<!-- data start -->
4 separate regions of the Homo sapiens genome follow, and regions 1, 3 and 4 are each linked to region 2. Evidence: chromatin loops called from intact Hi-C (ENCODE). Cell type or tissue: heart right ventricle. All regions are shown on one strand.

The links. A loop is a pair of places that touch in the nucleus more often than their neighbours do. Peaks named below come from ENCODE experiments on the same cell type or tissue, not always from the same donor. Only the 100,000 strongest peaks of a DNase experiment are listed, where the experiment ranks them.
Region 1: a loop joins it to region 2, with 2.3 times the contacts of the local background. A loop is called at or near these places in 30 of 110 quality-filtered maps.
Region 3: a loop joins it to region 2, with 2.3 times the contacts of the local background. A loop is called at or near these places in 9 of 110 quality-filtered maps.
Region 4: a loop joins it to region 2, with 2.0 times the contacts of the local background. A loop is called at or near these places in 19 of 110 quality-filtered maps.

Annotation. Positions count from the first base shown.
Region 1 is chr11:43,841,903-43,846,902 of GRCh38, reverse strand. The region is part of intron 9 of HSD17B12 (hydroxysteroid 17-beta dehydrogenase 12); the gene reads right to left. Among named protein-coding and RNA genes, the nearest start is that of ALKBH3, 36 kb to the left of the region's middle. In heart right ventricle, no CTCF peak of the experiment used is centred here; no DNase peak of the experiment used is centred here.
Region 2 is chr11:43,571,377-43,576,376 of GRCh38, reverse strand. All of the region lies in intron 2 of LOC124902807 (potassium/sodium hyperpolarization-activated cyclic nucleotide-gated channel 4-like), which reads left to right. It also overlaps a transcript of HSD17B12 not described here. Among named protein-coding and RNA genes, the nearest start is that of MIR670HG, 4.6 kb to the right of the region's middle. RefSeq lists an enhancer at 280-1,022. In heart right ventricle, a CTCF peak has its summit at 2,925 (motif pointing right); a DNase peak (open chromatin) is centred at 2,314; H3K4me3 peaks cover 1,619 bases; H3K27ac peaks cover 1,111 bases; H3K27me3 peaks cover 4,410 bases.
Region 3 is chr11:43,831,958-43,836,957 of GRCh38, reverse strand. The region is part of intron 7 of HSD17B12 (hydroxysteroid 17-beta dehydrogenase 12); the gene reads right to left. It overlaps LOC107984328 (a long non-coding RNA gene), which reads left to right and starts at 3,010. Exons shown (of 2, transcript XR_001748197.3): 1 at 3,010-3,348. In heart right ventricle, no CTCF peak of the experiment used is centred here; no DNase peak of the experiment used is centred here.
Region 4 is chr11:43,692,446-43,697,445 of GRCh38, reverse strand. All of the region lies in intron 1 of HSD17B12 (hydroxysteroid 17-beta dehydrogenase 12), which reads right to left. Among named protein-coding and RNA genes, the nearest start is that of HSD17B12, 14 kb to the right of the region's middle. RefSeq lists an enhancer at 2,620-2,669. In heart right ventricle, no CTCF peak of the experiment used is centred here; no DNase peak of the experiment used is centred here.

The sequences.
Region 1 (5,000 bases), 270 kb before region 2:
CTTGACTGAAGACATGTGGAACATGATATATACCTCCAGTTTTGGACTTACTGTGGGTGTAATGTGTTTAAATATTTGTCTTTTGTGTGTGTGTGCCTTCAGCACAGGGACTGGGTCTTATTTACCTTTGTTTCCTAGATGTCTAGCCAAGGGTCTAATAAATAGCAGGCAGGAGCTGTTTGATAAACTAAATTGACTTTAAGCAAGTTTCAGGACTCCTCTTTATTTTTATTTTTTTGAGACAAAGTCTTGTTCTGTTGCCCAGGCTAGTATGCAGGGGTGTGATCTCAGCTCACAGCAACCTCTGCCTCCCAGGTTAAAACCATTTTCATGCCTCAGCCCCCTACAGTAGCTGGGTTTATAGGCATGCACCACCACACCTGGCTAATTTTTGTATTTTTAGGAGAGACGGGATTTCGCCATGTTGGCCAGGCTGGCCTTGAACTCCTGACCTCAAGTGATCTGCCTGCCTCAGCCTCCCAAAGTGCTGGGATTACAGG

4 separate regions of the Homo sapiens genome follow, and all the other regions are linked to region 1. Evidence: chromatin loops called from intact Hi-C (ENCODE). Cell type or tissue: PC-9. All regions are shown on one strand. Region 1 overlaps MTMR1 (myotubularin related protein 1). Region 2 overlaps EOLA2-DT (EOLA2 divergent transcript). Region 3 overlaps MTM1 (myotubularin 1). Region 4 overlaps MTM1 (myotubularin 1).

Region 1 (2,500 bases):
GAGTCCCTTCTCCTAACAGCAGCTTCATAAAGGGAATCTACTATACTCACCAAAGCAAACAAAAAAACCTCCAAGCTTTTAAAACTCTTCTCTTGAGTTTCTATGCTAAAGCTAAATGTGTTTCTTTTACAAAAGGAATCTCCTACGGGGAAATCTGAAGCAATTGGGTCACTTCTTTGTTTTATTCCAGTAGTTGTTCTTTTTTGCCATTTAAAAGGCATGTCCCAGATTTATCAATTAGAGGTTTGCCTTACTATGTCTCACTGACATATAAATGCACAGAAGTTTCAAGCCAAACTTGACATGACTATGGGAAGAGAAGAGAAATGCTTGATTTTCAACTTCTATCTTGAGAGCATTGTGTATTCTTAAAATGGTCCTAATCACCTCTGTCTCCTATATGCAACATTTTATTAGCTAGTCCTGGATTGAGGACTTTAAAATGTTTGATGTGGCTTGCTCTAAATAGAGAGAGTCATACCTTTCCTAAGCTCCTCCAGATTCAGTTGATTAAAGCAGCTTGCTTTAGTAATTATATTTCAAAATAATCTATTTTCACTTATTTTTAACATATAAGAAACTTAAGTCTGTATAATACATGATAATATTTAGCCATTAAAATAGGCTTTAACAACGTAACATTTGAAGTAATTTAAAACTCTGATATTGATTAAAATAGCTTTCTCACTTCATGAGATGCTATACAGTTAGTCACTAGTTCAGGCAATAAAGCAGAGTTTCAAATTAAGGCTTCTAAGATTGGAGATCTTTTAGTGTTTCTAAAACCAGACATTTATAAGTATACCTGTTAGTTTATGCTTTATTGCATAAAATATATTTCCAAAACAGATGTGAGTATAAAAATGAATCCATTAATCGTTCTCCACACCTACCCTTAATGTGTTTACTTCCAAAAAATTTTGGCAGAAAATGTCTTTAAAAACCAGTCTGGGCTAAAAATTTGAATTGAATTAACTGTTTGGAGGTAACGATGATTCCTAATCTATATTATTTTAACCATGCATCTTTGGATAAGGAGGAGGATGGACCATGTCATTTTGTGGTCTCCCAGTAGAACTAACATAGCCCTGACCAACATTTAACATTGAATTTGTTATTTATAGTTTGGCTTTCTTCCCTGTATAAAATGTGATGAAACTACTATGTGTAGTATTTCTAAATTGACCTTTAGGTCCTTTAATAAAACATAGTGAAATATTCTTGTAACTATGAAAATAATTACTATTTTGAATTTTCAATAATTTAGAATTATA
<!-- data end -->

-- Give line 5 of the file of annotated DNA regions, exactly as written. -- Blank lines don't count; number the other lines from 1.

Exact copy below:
Region 4: a loop joins it to region 2, with 2.0 times the contacts of the local background. A loop is called at or near these places in 19 of 110 quality-filtered maps.